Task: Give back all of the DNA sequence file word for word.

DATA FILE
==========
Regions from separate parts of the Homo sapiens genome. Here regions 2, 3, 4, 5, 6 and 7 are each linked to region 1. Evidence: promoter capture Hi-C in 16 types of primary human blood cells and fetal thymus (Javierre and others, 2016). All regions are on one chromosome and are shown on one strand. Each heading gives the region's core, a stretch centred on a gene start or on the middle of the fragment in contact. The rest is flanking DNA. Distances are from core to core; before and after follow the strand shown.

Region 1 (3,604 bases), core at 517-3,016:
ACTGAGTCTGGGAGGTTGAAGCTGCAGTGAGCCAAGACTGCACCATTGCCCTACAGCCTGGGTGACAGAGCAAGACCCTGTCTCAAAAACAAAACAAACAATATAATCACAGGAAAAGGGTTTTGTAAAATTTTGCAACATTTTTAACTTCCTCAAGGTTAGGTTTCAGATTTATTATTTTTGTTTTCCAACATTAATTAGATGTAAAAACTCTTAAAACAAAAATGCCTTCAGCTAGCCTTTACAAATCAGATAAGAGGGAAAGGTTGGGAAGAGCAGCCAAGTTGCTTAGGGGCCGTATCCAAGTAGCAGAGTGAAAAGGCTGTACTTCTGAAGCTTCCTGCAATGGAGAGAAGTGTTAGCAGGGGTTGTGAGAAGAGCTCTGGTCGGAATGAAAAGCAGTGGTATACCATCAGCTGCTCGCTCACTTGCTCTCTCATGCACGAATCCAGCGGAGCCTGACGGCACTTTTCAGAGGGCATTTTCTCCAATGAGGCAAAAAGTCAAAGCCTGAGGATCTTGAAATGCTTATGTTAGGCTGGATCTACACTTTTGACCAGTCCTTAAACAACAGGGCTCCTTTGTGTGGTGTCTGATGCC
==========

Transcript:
Regions from separate parts of the Homo sapiens genome. Here regions 2, 3, 4, 5, 6 and 7 are each linked to region 1. Evidence: promoter capture Hi-C in 16 types of primary human blood cells and fetal thymus (Javierre and others, 2016). All regions are on one chromosome and are shown on one strand. Each heading gives the region's core, a stretch centred on a gene start or on the middle of the fragment in contact. The rest is flanking DNA. Distances are from core to core; before and after follow the strand shown.

Region 1 (3,604 bases), core at 517-3,016:
ACTGAGTCTGGGAGGTTGAAGCTGCAGTGAGCCAAGACTGCACCATTGCCCTACAGCCTGGGTGACAGAGCAAGACCCTGTCTCAAAAACAAAACAAACAATATAATCACAGGAAAAGGGTTTTGTAAAATTTTGCAACATTTTTAACTTCCTCAAGGTTAGGTTTCAGATTTATTATTTTTGTTTTCCAACATTAATTAGATGTAAAAACTCTTAAAACAAAAATGCCTTCAGCTAGCCTTTACAAATCAGATAAGAGGGAAAGGTTGGGAAGAGCAGCCAAGTTGCTTAGGGGCCGTATCCAAGTAGCAGAGTGAAAAGGCTGTACTTCTGAAGCTTCCTGCAATGGAGAGAAGTGTTAGCAGGGGTTGTGAGAAGAGCTCTGGTCGGAATGAAAAGCAGTGGTATACCATCAGCTGCTCGCTCACTTGCTCTCTCATGCACGAATCCAGCGGAGCCTGACGGCACTTTTCAGAGGGCATTTTCTCCAATGAGGCAAAAAGTCAAAGCCTGAGGATCTTGAAATGCTTATGTTAGGCTGGATCTACACTTTTGACCAGTCCTTAAACAACAGGGCTCCTTTGTGTGGTGTCTGATGCC